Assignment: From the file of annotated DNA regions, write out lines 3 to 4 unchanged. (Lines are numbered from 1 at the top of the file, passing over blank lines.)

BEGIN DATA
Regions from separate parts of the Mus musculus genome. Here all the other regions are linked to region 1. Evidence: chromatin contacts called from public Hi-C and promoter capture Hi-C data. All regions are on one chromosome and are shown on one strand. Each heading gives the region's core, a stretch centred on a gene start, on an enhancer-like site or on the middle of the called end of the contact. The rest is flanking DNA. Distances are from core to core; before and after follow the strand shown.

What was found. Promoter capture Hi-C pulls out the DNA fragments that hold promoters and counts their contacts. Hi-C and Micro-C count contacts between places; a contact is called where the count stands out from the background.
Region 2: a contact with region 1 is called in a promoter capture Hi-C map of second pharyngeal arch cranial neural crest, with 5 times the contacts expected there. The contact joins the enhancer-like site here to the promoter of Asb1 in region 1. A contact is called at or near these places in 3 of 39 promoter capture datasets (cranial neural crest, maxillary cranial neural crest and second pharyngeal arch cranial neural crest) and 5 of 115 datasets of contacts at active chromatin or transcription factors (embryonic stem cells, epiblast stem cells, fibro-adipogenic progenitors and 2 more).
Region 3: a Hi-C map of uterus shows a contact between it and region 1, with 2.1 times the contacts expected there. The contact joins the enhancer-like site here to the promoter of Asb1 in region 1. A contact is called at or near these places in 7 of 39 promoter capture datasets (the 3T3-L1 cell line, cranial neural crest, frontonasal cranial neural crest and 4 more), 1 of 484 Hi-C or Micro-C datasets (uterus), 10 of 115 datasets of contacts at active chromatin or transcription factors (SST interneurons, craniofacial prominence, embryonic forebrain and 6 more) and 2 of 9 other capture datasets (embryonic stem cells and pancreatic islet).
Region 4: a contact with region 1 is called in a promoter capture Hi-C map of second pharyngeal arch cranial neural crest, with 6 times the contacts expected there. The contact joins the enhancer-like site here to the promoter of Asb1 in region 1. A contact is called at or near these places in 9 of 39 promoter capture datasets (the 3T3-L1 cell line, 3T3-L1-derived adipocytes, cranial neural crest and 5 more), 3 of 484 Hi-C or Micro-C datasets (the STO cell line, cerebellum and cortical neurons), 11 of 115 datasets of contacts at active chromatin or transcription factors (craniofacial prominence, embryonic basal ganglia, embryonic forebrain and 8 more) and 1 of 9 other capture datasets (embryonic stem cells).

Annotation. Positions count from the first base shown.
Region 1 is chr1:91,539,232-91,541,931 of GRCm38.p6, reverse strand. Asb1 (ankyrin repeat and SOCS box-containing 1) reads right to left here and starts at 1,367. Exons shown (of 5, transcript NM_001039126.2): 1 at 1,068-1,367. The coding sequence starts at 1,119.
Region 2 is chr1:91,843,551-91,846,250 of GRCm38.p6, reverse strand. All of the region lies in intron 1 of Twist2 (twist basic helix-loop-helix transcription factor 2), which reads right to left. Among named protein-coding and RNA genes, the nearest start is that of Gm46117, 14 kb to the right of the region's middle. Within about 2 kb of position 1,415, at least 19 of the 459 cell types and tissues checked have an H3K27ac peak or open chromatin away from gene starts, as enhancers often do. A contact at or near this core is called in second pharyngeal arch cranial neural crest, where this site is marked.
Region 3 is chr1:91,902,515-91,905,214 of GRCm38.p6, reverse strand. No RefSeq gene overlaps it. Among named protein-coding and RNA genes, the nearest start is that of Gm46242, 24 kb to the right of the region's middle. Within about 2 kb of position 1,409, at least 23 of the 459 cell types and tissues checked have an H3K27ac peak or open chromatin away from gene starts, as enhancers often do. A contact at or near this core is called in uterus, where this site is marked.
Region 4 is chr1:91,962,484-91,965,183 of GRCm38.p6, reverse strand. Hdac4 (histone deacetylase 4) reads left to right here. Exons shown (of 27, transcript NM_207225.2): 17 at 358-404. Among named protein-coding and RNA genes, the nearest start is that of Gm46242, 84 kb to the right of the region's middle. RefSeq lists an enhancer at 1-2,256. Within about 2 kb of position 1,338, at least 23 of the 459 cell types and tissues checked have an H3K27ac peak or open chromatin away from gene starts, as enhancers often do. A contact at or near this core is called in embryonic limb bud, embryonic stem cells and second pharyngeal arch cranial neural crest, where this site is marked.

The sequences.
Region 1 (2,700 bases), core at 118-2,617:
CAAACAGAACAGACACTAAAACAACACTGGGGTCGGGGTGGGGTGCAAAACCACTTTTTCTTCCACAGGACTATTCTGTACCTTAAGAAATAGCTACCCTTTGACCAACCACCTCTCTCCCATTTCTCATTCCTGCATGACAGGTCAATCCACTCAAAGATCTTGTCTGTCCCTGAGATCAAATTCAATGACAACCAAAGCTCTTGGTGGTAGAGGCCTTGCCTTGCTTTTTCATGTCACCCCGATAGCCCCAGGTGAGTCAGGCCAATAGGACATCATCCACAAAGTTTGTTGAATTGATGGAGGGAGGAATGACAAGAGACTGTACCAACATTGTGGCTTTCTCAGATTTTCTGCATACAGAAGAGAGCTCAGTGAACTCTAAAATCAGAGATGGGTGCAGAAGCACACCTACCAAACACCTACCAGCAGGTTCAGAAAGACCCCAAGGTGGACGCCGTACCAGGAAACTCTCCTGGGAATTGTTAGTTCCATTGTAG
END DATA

Region 2: a contact with region 1 is called in a promoter capture Hi-C map of second pharyngeal arch cranial neural crest, with 5 times the contacts expected there. The contact joins the enhancer-like site here to the promoter of Asb1 in region 1. A contact is called at or near these places in 3 of 39 promoter capture datasets (cranial neural crest, maxillary cranial neural crest and second pharyngeal arch cranial neural crest) and 5 of 115 datasets of contacts at active chromatin or transcription factors (embryonic stem cells, epiblast stem cells, fibro-adipogenic progenitors and 2 more).
Region 3: a Hi-C map of uterus shows a contact between it and region 1, with 2.1 times the contacts expected there. The contact joins the enhancer-like site here to the promoter of Asb1 in region 1. A contact is called at or near these places in 7 of 39 promoter capture datasets (the 3T3-L1 cell line, cranial neural crest, frontonasal cranial neural crest and 4 more), 1 of 484 Hi-C or Micro-C datasets (uterus), 10 of 115 datasets of contacts at active chromatin or transcription factors (SST interneurons, craniofacial prominence, embryonic forebrain and 6 more) and 2 of 9 other capture datasets (embryonic stem cells and pancreatic islet).